Apple fans got a proper look at one of the Vision Pro‘s more bizarre features, and not all of them are impressed.
EyeSight, which is designed to display a virtual representation of your eyes on the Vision Pro’s outward-facing visor screen, was one of the more intriguing features Apple teased when it unveiled the $3,499 Vision Pro last year.
It only activates when the Vision Pro detects someone standing directly in front of the user, and Apple says it is intended to help Pro wearers “stay connected to people around you.”
As well as displaying the virtual eyes, the outer screen can apparently also pulse with blue light when users are looking at an app, turn opaque when the Vision Pro is in full virtual reality mode, and even flash like a camera shutter when the device takes a photo.
EyeSight has featured heavily in the marketing material for the Vision Pro, but the release of the first full reviews of the device on Tuesday was the first time many Apple fans were able to see the feature in action, and the reaction from some was less than positive.
“Eyesight is so bad,” read one post on X. “I never thought Apple would release something like this… I might as well have left it out.”
Other users on X described the feature as “goofy” and “universally awful,” with some suggesting that the grainy outer display doesn’t match the headset’s $3,499 starting price tag.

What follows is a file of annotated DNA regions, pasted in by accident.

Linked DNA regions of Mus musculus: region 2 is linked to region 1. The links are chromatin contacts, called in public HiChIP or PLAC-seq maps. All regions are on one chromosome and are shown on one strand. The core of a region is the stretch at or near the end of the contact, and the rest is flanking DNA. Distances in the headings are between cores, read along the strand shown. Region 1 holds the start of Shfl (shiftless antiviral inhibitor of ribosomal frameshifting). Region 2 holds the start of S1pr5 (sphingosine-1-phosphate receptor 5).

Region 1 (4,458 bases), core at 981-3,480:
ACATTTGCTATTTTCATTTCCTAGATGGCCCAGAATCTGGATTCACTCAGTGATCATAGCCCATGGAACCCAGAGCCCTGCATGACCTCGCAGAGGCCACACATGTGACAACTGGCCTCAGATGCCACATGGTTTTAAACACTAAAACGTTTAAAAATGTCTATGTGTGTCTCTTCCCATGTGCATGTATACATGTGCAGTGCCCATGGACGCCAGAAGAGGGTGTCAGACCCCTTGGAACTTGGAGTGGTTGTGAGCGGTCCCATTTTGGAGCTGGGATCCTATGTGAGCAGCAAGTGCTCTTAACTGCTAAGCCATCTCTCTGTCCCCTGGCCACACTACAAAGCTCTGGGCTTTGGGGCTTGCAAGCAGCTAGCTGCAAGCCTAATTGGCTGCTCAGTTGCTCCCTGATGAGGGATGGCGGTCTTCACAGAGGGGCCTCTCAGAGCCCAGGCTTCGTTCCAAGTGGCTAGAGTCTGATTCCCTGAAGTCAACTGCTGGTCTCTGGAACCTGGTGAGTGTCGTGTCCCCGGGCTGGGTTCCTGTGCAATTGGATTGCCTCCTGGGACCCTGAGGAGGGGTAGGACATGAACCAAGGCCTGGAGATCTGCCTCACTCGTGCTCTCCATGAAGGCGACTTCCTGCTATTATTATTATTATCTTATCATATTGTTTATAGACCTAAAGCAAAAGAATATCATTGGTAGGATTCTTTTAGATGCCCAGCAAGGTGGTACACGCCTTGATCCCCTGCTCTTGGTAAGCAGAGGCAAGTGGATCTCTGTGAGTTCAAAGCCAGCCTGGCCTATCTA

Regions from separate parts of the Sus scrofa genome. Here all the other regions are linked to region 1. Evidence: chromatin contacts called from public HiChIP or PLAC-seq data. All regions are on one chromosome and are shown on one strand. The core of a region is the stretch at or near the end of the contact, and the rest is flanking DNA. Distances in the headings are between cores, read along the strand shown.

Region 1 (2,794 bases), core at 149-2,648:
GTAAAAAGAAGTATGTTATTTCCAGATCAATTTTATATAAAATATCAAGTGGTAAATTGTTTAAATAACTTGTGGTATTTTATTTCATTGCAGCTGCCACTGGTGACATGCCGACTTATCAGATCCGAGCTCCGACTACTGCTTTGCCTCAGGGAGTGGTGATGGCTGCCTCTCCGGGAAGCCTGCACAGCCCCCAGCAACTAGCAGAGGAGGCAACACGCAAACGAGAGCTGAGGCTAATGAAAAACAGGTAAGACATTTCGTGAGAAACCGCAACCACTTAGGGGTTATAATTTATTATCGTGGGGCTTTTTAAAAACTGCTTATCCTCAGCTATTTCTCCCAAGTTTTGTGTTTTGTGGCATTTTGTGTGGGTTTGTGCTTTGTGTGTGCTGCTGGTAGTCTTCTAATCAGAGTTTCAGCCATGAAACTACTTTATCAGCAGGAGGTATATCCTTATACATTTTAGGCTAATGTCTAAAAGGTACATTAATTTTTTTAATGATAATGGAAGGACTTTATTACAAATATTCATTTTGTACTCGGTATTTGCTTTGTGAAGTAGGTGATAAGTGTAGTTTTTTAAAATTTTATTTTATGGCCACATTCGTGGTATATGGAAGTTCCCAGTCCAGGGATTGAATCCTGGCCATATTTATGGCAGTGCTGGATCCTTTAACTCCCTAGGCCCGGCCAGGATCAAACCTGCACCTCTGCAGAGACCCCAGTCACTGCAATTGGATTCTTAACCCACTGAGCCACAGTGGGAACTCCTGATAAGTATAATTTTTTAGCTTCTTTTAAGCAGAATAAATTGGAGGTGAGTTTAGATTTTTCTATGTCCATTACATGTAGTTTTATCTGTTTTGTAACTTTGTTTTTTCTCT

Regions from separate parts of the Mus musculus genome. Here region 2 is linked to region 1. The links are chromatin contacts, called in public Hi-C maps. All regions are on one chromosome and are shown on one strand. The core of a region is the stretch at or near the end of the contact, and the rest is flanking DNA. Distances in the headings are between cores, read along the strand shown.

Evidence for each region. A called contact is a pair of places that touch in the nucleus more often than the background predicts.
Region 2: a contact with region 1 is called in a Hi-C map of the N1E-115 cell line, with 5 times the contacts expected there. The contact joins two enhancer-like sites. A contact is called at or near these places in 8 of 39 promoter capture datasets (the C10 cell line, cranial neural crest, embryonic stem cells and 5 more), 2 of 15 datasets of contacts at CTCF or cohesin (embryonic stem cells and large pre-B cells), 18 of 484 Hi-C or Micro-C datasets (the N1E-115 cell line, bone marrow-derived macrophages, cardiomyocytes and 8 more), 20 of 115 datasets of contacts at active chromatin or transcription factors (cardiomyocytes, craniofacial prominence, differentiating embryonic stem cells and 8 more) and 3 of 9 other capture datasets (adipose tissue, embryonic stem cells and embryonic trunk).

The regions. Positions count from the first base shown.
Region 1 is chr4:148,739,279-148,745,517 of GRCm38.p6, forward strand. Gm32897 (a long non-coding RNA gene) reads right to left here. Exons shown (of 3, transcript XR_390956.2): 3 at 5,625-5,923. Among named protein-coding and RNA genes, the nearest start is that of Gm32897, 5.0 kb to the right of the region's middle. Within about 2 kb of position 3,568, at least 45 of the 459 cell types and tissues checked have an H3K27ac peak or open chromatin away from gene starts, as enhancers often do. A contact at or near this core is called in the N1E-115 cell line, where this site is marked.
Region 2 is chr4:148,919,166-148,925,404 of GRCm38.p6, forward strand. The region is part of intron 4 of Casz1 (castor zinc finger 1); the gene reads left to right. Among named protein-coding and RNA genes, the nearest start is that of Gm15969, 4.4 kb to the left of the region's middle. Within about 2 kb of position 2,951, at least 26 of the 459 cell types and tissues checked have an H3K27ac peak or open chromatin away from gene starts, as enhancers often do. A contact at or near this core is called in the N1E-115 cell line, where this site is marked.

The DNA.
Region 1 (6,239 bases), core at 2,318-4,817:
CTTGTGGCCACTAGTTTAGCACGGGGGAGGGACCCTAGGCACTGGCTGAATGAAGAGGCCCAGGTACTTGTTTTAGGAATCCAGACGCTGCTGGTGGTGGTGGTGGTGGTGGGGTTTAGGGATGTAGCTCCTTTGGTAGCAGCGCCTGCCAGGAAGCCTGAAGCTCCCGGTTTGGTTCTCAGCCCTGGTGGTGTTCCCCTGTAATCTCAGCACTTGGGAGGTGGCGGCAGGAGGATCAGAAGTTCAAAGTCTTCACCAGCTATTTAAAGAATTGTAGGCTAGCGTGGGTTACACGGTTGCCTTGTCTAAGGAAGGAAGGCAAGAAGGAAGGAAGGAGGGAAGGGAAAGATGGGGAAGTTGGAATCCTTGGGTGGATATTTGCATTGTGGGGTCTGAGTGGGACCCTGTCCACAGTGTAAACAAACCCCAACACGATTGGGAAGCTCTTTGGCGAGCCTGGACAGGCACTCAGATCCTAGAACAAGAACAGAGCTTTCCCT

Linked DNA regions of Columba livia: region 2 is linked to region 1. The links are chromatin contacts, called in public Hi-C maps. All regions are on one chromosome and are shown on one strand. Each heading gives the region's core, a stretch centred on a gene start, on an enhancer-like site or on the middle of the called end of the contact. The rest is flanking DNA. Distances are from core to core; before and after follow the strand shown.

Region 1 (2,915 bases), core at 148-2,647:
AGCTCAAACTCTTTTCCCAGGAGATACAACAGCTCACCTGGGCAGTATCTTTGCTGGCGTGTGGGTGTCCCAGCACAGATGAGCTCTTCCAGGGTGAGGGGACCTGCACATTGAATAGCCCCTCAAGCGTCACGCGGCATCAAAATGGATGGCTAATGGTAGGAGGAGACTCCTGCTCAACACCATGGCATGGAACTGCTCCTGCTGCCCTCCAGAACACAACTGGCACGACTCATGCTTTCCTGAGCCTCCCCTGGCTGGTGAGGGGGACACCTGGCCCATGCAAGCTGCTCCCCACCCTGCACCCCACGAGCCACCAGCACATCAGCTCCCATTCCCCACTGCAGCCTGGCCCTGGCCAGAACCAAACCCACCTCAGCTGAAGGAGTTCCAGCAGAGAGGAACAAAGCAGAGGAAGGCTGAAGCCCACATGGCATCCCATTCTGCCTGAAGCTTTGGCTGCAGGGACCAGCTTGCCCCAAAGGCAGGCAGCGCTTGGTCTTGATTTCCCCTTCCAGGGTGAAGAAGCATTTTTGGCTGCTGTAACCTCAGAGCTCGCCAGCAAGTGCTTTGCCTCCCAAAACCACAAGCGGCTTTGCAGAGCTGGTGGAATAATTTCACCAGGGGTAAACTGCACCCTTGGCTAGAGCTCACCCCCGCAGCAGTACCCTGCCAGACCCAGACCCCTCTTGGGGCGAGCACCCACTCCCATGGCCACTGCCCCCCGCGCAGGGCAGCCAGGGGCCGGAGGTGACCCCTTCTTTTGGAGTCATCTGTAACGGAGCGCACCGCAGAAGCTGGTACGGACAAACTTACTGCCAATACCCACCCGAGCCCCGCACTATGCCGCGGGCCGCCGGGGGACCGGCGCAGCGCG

The virtual eyes are based on “personas,” virtual digital avatars that are created by having Vision Pro scan your face and which appear on FaceTime and Zoom.
That feature is still in Beta, according to Apple, and it has also received a mixed response.
The first batch of Vision Pro reviewers described it as “deeply uncanny” and like “botox from hell,” and the social media reaction this week wasn’t much kinder.
The Vision Pro goes on sale on February 2, with Apple reportedly having already sold around 200,000 headsets in preorder.
Early reviews hailed the Pro as an impressive technical achievement and a good all-round entertainment device, but warned that the device could be isolating and uncomfortable to wear for long periods of time.
Apple did not immediately respond to a request for comment from Business Insider, made outside normal working hours.